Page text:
‡ Example #7

    The thumbnails are now in position on the right hand side of the containing div in all browsers.

    The actual position from the right hand edge will vary slightly between browsers. If this matters you can add a hack to target Internet Explorer to bring it into line with other browsers, but I don't see this as a problem.

    Step 10

    The thumbnail :hover

    All that is left to do is to add the :hover styles to the thumbnails, spans and images.

    The thumbnail :hover style is a simple border color change from black to white.

    ‡ Example #8

    If you now hover the mouse over the thumbnails you will see that the black borders will seem to vanish.

    Step 11

    The span :hover

    Next I will add the :hover span style. Since I have a relatively positioned #container div I can give the span an absolute position within this container (as I did at step 7 when hiding the images). I need to give this a width and height value of 372px to enable both portrait and landscape images to be fully displayed and a position of 10px from the top and 75px from the left to roughly center the images in the space available.

    ‡ Example #9

    Hovering over the thumbnails will now make the full size images appear. You will notice that the text is only visible below the landscape images. This is because the portrait images take up all the available height so the text below the images is hidden.

    To overcome this I need to style the images so that the text will appear to one side when I display the portrait images. I can do this by using a left float on the :hover img style. This will have no effect on the landscape images.

    ‡ Example #10

    The text is now shown to the right of the portrait images and below the landscape images.

    Step 12

    A few extra bits of styling

    If I wanted to I could leave the styling as it is, but with just a little bit of extra styling I can improve the look and give a bit more variety to the gallery. I can easily style the middle portrait images to float right within their s so that the text will then appear on the left.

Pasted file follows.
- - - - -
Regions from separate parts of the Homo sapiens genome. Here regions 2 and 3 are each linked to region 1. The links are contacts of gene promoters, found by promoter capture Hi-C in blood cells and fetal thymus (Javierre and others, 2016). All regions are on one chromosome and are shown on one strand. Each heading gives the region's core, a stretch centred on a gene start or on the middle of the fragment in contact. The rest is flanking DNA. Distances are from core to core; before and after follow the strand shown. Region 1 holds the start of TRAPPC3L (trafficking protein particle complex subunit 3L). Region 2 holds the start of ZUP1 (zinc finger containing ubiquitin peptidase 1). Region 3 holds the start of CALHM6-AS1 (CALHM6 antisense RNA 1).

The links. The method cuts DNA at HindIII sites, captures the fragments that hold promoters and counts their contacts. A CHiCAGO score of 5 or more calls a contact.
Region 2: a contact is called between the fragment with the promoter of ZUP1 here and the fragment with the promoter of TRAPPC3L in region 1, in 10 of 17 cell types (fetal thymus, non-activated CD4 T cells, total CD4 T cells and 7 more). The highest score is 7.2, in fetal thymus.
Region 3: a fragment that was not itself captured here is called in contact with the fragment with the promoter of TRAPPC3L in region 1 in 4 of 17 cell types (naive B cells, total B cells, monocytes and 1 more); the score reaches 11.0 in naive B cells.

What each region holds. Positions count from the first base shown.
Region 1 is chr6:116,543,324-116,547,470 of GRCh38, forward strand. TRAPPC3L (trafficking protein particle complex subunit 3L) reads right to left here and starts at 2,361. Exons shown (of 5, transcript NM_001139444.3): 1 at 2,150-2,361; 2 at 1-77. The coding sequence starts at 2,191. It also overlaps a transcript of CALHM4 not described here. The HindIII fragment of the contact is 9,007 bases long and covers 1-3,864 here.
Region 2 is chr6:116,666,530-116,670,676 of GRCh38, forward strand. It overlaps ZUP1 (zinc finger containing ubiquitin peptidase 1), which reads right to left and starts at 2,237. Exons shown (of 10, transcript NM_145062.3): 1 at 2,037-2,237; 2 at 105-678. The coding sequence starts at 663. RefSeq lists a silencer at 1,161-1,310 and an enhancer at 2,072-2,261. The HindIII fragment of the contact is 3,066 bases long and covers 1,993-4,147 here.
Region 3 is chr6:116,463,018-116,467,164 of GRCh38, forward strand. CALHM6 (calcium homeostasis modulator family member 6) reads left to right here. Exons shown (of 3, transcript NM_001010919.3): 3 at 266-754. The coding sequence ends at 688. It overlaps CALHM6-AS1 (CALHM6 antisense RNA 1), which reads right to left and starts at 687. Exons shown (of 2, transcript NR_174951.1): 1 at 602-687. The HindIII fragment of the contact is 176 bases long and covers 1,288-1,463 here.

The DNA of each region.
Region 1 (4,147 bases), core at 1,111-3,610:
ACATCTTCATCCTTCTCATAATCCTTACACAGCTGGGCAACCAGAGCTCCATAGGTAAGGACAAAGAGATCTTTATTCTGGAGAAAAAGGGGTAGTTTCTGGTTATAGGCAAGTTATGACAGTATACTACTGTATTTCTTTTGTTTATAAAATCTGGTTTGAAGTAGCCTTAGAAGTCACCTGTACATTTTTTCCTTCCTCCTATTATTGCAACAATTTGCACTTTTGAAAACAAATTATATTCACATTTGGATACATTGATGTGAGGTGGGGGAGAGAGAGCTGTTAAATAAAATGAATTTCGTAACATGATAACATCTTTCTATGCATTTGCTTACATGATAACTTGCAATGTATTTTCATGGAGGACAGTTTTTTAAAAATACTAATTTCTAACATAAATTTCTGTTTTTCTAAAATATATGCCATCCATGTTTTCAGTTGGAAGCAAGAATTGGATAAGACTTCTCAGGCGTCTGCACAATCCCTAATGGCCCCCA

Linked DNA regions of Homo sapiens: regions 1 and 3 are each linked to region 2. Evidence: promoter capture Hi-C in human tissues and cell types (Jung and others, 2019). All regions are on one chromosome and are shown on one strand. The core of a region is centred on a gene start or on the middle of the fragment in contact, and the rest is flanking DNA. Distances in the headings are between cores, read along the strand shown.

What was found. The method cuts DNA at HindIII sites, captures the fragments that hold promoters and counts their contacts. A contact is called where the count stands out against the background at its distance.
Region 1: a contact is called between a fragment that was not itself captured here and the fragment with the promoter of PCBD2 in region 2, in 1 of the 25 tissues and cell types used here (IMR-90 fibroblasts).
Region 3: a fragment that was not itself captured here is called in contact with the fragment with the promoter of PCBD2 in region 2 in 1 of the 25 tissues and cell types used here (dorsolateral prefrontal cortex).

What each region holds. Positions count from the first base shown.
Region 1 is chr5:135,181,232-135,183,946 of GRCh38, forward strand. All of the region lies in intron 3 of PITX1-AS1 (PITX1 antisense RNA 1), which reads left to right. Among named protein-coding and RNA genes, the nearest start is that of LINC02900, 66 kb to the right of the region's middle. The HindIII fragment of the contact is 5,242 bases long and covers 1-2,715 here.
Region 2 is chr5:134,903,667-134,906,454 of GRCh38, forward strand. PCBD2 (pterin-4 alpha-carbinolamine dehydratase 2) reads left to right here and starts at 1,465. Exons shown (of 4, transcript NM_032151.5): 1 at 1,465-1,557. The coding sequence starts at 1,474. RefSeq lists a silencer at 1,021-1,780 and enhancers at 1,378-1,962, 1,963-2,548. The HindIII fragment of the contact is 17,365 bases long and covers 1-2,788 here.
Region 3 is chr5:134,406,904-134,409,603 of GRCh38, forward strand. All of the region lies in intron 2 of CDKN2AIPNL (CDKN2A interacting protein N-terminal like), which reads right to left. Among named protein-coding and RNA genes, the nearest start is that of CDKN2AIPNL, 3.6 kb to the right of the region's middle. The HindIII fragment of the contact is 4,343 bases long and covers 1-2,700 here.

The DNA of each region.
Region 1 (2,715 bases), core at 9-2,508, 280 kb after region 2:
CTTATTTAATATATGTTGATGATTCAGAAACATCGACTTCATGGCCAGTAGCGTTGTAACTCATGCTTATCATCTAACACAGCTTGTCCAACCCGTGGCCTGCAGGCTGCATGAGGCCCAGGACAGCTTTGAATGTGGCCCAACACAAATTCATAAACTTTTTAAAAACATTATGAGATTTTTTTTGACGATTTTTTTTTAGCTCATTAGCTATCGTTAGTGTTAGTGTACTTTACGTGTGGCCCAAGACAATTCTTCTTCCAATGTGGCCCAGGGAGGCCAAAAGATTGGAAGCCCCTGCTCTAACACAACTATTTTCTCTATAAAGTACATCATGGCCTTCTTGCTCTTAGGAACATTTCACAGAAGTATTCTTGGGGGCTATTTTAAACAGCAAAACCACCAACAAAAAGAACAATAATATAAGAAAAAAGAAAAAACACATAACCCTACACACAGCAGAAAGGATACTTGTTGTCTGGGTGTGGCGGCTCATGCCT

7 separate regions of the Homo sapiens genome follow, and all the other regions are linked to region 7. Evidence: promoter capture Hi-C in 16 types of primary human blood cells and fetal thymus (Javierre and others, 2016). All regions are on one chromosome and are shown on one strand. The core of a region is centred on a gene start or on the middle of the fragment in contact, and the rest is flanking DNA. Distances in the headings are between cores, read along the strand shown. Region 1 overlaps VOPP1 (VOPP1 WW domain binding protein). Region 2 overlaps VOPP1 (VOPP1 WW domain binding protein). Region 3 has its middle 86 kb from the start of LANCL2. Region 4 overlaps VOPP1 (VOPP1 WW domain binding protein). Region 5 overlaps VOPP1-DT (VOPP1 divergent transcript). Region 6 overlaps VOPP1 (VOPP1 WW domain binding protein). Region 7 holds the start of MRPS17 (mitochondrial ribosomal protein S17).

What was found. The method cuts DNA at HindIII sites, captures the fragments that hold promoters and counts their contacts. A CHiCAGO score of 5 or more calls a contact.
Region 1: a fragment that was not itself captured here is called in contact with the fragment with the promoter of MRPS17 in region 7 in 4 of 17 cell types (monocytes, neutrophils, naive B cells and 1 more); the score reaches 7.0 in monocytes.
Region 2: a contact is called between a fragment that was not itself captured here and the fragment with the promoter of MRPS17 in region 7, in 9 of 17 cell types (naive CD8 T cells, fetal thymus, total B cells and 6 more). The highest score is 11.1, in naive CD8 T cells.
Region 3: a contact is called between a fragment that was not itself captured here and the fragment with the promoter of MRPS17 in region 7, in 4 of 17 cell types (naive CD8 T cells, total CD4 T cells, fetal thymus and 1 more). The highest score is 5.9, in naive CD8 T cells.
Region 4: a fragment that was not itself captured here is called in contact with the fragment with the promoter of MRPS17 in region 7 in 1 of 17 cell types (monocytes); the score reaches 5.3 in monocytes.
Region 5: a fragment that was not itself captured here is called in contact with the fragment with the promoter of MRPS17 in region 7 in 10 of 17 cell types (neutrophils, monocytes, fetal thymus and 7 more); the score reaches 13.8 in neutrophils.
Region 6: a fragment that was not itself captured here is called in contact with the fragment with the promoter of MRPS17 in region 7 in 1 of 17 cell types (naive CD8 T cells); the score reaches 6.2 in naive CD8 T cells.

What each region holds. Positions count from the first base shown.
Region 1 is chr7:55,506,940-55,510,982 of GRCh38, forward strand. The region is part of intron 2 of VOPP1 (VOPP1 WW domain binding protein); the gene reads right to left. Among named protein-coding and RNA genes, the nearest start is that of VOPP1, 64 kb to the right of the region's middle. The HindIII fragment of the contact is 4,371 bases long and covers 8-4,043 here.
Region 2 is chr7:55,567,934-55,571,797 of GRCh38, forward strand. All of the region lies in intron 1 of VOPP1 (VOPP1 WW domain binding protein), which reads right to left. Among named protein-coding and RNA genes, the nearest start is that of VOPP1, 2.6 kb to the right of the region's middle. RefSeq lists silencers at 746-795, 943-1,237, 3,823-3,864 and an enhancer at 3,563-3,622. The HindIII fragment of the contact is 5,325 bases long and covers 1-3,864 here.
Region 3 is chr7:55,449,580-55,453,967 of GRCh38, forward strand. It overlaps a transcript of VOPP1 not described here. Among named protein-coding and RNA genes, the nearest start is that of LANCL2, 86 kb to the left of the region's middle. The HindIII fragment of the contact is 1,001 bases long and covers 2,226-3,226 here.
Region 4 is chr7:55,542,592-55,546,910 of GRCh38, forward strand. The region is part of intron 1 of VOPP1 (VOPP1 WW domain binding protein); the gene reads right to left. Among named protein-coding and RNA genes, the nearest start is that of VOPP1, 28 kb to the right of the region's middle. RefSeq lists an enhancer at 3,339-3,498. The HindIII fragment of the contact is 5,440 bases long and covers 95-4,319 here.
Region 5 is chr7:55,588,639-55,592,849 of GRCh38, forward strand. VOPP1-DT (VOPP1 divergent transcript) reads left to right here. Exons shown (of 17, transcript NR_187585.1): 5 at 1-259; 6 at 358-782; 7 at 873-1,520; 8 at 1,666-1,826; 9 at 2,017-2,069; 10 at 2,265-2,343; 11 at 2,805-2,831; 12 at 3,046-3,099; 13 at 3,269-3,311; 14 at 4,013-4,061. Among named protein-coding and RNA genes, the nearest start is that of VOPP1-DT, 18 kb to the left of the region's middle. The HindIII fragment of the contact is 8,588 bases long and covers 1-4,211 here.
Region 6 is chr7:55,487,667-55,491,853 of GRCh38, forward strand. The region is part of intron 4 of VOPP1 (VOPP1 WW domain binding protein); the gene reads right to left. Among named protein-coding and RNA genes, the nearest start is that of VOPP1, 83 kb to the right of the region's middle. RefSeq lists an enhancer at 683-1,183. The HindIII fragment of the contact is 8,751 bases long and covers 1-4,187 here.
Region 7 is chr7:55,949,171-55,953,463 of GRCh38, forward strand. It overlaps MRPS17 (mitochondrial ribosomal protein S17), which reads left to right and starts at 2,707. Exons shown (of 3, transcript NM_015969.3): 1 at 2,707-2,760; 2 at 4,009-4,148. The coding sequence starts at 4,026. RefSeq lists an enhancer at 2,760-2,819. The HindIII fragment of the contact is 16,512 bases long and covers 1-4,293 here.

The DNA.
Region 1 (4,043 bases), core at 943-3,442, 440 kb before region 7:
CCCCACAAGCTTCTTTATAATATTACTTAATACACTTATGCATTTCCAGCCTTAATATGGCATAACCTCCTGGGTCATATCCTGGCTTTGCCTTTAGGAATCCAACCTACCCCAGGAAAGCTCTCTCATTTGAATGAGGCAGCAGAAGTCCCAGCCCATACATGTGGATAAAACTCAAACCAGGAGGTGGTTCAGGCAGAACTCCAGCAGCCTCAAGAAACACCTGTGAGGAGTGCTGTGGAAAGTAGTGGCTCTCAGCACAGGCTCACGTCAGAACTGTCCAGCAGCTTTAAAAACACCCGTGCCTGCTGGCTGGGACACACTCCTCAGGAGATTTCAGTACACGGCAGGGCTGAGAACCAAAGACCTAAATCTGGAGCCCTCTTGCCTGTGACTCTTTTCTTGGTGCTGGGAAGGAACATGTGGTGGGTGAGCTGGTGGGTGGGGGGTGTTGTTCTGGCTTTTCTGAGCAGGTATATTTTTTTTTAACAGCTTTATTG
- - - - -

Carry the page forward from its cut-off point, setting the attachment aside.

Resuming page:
‡ Example #11

    The images of MINIE and the WESTY PUP are now positioned to the right of their <span> containers and the text is to the left.

    And finally..

    When no images are displayed I am left with an uninteresting blank area on the screen. This would look better if I had a default image with perhaps a gallery title displayed. I can do this by adding a background image to the #container div and, if this image is located in the same area as the span :hover, it will be hidden when I hover over a thumbnail images.

    I have created this image for that purpose.

    To add this to the #container style I need the following.

    ‡ Example #12


    The photographic gallery is now finished.

    I hope that you have been able to follow this tutorial and that you will be tempted to give it a try. Don't be afraid to experiment with the layout (making sure that you understand each step before you do so), and remember that planning the layout is half the battle.

    About the Author

    Stu's Web site documents his attempts at understanding and exploring the possibilities of CSS. From standard navigation links to his more bizarre experimental techniques. [Editor's note: Prepare to be amazed!]

    Original: April 12, 2005